Flaws emerge in modeling human genetic diseases in animals

Recent studies using CRISPR to fast-track genetic studies into human disease genes appear flawed.

Gage Crump, Professor of Stem Cell Biology and Regenerative Medicine, University of Southern California • conversation
Nov. 10, 2020 ~8 min

 genetics  crispr  biology  zebrafish  embryology  genetic-diseases

Some bees are born curious while others are more single-minded – new research hints at how the hive picks which flowers to feast on

New research suggests individual bees are born with one of two learning styles – either curious or focused. Their genetic tendency has implications for how the hive works together.

Chelsea Cook, Assistant Professor in Biology, Marquette University • conversation
Oct. 5, 2020 ~7 min

genetics insects bees biology food colonies communication group-dynamics drones queen-bees information curiosity foraging nectar

How to use precision medicine to personalize COVID-19 treatment according to the patient's genes

Precision medicine is often touted as the future of medicine. But so far, it hasn't been helpful in the war against COVID-19. Here is how it could be used to tease apart the nuances of the disease.

David Finegold, Professor, Department of Human Genetics, Pitt Public Health, University of Pittsburgh • conversation
Sept. 1, 2020 ~8 min

genetics covid-19 pandemic sars-cov-2 precision-medicine

Brain scientists haven't been able to find major differences between women's and men's brains, despite over a century of searching

Attempts to find brain structures responsible for supposed cognitive sex differences have not succeeded.

Ari Berkowitz, Presidential Professor of Biology; Director, Cellular & Behavioral Neurobiology Graduate Program, University of Oklahoma • conversation
Aug. 6, 2020 ~8 min

genetics brain genes learning intelligence hippocampus human-brain john-stuart-mill sex-differences brain-regions brain-size

ALS scientific breakthrough: Diabetes drug metformin shows promise in mouse study for a common type of ALS

Amyotrophic lateral sclerosis, Lou Gehrig's disease, is a crippling, progressive neurodegenerative disease for which there is no cure. Now it seems that a diabetes drug may help some cases.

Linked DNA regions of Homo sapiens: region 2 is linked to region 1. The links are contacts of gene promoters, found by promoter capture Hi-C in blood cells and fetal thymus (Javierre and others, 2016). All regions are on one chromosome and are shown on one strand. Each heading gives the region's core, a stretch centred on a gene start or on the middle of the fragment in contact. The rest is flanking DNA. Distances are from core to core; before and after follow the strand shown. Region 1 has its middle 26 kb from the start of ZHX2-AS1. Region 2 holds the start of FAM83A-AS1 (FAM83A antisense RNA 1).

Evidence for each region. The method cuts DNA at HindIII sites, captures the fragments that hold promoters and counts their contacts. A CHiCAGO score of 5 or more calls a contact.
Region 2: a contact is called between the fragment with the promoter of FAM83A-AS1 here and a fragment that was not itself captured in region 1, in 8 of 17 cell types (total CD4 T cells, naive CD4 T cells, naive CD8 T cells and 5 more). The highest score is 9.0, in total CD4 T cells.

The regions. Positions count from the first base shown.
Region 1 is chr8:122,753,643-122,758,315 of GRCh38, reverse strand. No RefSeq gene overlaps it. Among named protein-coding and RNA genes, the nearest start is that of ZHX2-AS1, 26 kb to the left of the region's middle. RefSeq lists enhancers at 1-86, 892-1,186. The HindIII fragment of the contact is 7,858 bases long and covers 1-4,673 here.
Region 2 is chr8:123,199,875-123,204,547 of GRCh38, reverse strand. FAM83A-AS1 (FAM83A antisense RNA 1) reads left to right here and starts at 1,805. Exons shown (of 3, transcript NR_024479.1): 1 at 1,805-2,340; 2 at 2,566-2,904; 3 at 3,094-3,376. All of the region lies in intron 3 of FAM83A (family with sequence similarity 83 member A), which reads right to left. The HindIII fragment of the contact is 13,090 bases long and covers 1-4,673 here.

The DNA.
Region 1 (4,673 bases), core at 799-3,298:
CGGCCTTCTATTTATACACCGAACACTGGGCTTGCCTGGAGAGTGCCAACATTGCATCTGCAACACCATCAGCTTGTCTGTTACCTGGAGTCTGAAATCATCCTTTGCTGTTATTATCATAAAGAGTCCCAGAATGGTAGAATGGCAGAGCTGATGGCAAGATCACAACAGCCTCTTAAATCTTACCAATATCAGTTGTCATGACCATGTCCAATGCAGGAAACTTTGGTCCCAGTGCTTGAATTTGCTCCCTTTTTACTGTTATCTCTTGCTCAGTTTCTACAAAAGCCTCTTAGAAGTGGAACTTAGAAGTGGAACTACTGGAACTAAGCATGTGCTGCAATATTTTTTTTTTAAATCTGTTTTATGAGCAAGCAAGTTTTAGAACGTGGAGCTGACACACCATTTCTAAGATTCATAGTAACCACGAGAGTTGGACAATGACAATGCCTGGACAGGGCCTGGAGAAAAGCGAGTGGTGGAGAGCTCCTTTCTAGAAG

Laura P.W. Ranum, Director, Center for NeuroGenetics and Kitzman Family Professor of Molecular Genetics & Microbiology, University of Florida • conversation
July 20, 2020 ~10 min

 genetics  brain  neurons  als  mutation  metformin

Coronavirus: its impact cannot be explained away through the prism of race

There's no evidence COVID-19 death rates are related to the genetic differences used to racialise people.

Winston Morgan, Reader in Toxicology and Clinical Biochemistry, Director of Impact and Innovation, University of East London • conversation
May 28, 2020 ~8 min

genetics covid-19 coronavirus race racism bame ethnic-minorities

Coronavirus: its impact cannot be explained through the prism of race

There's no evidence COVID-19 death rates are related to the genetic differences used to racialise people.

Winston Morgan, Reader in Toxicology and Clinical Biochemistry, Director of Impact and Innovation, University of East London • conversation
May 28, 2020 ~8 min

genetics covid-19 coronavirus race racism bame ethnic-minorities

Your genes could determine whether the coronavirus puts you in the hospital – and we're starting to unravel which ones matter

Researchers from Oregon Health and Science University found that variations in genes that code for parts of the cellular alarm system might play a role in how well people fight off COVID-19.

Reid Thompson, Assistant Professor of Radiation Medicine, Oregon Health & Science University • conversation
May 5, 2020 ~6 min

genetics covid-19 coronavirus immune-system biology genes t-cells immune-cells disease viruses research-brief white-blood-cells immune cells computational-biology

Is racism and bigotry in our DNA?

If we are not careful, the coronavirus pandemic could lead to a rise in xenophobic attitudes.

Tom Oliver, Professor of Applied Ecology, University of Reading • conversation
April 2, 2020 ~16 min

 dna  evolution  genetics  environment  psychology  ecology  lifes-big-questions  racism  bigotry  xenophobia

Labs are experimenting with new – but unproven – methods to create a coronavirus vaccine fast

Under pressure to develop a coronavirus vaccine, researchers have turned to protein synthesis, genetics and hybrid viruses. It is likely a mix of these approaches will be used to fight the coronavirus.

Jean Peccoud, Professor, Abell Chair in Synthetic Biology, Colorado State University • conversation
March 26, 2020 ~10 min

 dna  genetics  covid-19  coronavirus  rna  vaccines  national-institutes-of-health  sars-cov-2  viruses  coronavirus-vaccine

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